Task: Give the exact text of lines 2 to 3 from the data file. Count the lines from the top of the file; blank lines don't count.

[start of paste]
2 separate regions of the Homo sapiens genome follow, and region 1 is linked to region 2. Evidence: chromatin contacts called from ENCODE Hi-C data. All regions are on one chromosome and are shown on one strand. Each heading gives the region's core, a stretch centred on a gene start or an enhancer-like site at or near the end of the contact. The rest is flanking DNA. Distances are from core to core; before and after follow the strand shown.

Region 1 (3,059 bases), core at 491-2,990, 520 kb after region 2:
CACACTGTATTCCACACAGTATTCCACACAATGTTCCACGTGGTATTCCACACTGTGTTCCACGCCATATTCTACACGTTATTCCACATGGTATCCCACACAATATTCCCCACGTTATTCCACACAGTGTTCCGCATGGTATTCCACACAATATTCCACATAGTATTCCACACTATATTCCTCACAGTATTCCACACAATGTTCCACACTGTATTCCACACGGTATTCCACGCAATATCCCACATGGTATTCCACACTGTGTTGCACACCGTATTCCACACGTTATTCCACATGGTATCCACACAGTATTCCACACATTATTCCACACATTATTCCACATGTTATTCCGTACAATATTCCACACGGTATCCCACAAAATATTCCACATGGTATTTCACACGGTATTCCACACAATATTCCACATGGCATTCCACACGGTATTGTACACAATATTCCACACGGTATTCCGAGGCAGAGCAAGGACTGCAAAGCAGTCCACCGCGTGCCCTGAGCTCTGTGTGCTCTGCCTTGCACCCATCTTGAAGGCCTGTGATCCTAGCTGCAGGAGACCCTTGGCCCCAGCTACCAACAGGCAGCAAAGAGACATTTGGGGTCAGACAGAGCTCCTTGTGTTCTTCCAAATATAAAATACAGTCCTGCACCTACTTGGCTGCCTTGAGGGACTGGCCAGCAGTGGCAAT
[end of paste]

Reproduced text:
Region 1 (3,059 bases), core at 491-2,990, 520 kb after region 2:
CACACTGTATTCCACACAGTATTCCACACAATGTTCCACGTGGTATTCCACACTGTGTTCCACGCCATATTCTACACGTTATTCCACATGGTATCCCACACAATATTCCCCACGTTATTCCACACAGTGTTCCGCATGGTATTCCACACAATATTCCACATAGTATTCCACACTATATTCCTCACAGTATTCCACACAATGTTCCACACTGTATTCCACACGGTATTCCACGCAATATCCCACATGGTATTCCACACTGTGTTGCACACCGTATTCCACACGTTATTCCACATGGTATCCACACAGTATTCCACACATTATTCCACACATTATTCCACATGTTATTCCGTACAATATTCCACACGGTATCCCACAAAATATTCCACATGGTATTTCACACGGTATTCCACACAATATTCCACATGGCATTCCACACGGTATTGTACACAATATTCCACACGGTATTCCGAGGCAGAGCAAGGACTGCAAAGCAGTCCACCGCGTGCCCTGAGCTCTGTGTGCTCTGCCTTGCACCCATCTTGAAGGCCTGTGATCCTAGCTGCAGGAGACCCTTGGCCCCAGCTACCAACAGGCAGCAAAGAGACATTTGGGGTCAGACAGAGCTCCTTGTGTTCTTCCAAATATAAAATACAGTCCTGCACCTACTTGGCTGCCTTGAGGGACTGGCCAGCAGTGGCAAT